Where should I start? Obviously we are iterating the student experience, and in some courses we managed to get the finishing rate from about 2 percent to over 90 percent. And that was really hard work to make it really good. So think about it as a car that in the beginning drives about 10 mph, but with relentless engineering you get it to about 100 mph. That’s the product quality. The quality of the experience. The second one, honestly, is that education is such a slow growing field, so there is a trust element. Like, do you trust a new player? And to some extent education is owned by the degree-granting universities that have an efficient delivery model. So to gain the trust of our students means we’ll be placing them in jobs, showing the job records, to show how the teaching really empowers them. That will bring new students, but that’s going to take some time.
Eventually, it will take broadening the course catalog. We work with computer science and software stuff, but not everyone wants to be a software engineer.
Beyond education, what other innovations do you see on the horizon?
I have a team at Stanford, for example, that looks into cancer, and we have some favorable results right now. We’re pushing really hard. Effectively, it’s the following—in medicine, the dominant paradigm for diagnostics, in most cases, is you’re being bothered by something. You seek the advice of a doctor, who diagnoses you and then prescribes his treatment. That works well with diseases where there are symptoms, but for non-symptomatic diseases like pancreatic cancer, liver cancer, stomach cancer and certain skin cancers, often what happens with those when finally a symptom occurs, is that it’s way past your chances for healing.
In pancreatic cancer for example, it may have started so small, they didn’t see anything. And only when it grew very large and spread, it caused a secondary situation, maybe some displacement of bones or whatever and then pain is what you feel. Or your liver is falling apart and your face turns yellow, which is a common diagnosis for pancreatic cancer. So I model on diagnostic tools that could monitor you life-long, without the initiative of a doctor, so stuff you could see every day, and measure every single day. It turns out there are a lot of signals in our environment that you could measure every single day.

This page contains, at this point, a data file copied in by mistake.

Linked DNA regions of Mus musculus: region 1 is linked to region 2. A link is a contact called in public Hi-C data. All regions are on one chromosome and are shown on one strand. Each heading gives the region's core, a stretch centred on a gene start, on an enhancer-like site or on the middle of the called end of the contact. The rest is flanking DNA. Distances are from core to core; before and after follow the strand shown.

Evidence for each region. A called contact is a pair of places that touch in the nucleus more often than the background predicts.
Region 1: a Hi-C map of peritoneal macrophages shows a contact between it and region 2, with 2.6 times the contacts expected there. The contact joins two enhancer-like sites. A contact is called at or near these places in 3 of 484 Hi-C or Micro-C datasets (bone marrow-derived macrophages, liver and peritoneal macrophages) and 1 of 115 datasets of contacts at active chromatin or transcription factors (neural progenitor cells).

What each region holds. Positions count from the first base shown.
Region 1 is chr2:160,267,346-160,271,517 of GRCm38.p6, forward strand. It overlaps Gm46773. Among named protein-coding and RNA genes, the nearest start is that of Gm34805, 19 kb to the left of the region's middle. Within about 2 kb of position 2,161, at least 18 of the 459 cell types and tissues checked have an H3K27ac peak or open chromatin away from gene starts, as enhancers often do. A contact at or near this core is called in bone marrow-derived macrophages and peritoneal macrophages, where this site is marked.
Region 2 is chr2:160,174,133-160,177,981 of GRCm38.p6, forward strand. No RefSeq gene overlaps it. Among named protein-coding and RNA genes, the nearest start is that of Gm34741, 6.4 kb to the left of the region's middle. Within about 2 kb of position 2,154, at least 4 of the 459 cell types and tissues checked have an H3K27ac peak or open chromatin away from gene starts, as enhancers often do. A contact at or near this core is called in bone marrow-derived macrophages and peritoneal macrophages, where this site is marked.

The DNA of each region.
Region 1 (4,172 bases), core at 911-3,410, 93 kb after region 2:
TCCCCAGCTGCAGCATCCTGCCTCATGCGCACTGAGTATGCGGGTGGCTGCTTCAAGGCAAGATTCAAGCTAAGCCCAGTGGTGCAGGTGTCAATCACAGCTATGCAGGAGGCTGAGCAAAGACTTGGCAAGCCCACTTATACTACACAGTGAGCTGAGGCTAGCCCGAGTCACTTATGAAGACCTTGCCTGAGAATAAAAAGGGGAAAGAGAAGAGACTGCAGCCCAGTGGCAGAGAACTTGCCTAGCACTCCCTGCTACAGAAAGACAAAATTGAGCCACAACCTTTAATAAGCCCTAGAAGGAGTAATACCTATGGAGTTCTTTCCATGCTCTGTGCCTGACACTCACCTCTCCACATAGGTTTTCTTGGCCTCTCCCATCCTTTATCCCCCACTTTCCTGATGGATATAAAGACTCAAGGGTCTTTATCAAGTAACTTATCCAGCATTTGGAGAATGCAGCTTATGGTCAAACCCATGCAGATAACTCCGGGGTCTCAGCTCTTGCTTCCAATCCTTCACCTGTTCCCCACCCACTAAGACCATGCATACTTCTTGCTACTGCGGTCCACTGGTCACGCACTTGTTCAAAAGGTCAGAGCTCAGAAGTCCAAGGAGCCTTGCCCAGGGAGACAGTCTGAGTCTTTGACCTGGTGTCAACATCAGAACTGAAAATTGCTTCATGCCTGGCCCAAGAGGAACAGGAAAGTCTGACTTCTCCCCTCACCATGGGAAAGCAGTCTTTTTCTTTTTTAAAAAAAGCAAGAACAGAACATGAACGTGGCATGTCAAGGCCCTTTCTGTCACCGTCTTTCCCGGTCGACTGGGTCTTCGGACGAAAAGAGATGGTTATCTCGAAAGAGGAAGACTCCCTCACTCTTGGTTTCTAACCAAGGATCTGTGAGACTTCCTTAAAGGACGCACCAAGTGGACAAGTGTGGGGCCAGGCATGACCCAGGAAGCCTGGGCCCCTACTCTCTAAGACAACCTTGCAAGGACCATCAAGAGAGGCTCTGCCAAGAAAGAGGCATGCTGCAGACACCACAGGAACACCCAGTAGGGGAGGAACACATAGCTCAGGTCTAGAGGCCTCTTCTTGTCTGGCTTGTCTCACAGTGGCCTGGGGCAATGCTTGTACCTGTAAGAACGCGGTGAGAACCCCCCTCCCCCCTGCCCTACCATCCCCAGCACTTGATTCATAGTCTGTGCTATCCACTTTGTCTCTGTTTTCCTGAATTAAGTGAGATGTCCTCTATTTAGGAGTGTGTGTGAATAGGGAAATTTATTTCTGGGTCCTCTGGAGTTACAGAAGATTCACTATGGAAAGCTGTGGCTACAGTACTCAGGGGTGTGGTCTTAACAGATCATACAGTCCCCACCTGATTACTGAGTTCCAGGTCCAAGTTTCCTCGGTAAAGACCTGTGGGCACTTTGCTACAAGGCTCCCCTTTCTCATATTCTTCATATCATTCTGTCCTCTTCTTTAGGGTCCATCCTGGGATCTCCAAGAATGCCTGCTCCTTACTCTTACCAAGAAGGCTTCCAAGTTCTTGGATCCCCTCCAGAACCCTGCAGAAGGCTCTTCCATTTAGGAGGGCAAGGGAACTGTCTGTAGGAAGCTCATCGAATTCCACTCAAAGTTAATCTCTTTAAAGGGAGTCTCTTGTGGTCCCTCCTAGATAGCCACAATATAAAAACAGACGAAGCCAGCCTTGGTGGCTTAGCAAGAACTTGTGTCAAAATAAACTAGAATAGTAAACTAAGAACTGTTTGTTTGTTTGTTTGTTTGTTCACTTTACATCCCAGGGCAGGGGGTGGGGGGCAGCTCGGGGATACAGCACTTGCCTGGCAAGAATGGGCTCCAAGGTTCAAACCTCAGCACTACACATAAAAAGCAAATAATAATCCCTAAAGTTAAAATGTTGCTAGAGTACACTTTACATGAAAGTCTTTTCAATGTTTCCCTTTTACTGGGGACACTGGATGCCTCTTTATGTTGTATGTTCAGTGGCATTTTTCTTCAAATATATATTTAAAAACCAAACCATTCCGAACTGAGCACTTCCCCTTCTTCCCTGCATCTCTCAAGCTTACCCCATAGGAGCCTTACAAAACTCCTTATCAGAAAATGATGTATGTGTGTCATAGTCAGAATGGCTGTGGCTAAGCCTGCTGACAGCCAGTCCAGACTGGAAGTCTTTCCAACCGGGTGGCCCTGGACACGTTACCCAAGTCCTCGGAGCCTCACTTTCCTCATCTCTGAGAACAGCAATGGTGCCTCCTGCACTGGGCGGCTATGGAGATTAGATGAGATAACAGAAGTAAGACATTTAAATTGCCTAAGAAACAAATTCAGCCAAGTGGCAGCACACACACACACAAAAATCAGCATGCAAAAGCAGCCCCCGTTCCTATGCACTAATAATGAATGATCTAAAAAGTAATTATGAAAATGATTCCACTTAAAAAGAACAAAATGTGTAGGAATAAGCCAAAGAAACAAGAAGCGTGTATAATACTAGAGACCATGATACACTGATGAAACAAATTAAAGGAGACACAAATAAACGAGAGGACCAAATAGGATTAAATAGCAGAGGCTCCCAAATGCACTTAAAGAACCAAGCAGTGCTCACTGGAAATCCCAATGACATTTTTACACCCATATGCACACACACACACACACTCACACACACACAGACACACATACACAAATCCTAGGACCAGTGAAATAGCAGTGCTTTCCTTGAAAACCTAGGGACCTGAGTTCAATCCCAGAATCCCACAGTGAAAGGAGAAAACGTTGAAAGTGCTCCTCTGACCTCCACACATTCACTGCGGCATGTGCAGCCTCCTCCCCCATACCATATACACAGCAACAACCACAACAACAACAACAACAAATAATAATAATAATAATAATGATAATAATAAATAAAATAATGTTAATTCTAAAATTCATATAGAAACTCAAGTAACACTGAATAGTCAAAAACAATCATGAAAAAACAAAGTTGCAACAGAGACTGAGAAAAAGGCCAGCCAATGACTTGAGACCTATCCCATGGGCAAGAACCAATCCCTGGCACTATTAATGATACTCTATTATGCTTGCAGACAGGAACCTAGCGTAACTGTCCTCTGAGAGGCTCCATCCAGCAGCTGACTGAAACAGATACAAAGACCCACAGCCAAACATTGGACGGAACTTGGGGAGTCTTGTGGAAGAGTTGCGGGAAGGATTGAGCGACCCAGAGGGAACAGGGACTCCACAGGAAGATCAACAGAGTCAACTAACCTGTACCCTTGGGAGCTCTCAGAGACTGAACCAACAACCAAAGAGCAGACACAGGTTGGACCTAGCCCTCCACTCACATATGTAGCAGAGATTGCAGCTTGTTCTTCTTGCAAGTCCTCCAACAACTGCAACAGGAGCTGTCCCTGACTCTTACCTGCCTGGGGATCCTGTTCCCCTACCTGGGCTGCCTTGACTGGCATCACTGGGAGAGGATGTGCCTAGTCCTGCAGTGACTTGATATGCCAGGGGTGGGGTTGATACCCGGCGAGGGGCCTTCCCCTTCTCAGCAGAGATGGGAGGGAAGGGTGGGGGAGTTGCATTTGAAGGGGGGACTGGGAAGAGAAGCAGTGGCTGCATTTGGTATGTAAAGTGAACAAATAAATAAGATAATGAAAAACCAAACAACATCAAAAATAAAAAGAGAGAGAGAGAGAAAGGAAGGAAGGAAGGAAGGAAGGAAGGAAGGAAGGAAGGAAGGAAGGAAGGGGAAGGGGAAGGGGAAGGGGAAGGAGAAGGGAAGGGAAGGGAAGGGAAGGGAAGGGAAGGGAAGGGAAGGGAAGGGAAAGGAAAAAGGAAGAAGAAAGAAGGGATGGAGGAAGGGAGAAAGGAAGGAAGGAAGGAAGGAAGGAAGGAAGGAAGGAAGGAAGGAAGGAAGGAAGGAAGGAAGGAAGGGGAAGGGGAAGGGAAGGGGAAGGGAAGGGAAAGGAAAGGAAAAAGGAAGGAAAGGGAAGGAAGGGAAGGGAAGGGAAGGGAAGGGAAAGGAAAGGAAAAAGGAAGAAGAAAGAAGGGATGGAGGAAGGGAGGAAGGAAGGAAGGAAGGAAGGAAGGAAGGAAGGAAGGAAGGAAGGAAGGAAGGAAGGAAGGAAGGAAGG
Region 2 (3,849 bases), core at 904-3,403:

We know a way we could take a full heart exam every time we touch a steering wheel with both hands. It would eliminate the need for the EKG. Why don’t we measure the diameters of ankles of aging people to see if the heart has sufficient capacity to push the fluids up, which is very indicative of a certain type of congestive heart disease.
And then we can go farther. I think we’ll outsource the human brain. One vision is: can we duplicate everything one person has learned? I believe we can. I don’t see why not. If you’re able to predict what a person does, you might be able to put it in a box. If you memorize everything a person has ever seen, you wouldn’t need old memories any more. You’d remember every face, every phone number, but you could also share memories. If you like this conversation and I wanted to share this conversation with somebody else, you wouldn’t have to ask the same questions again.
These are the kind of things people fear from the future: Outsourcing the brain, or having the government or outside agency be able to tap into the brain.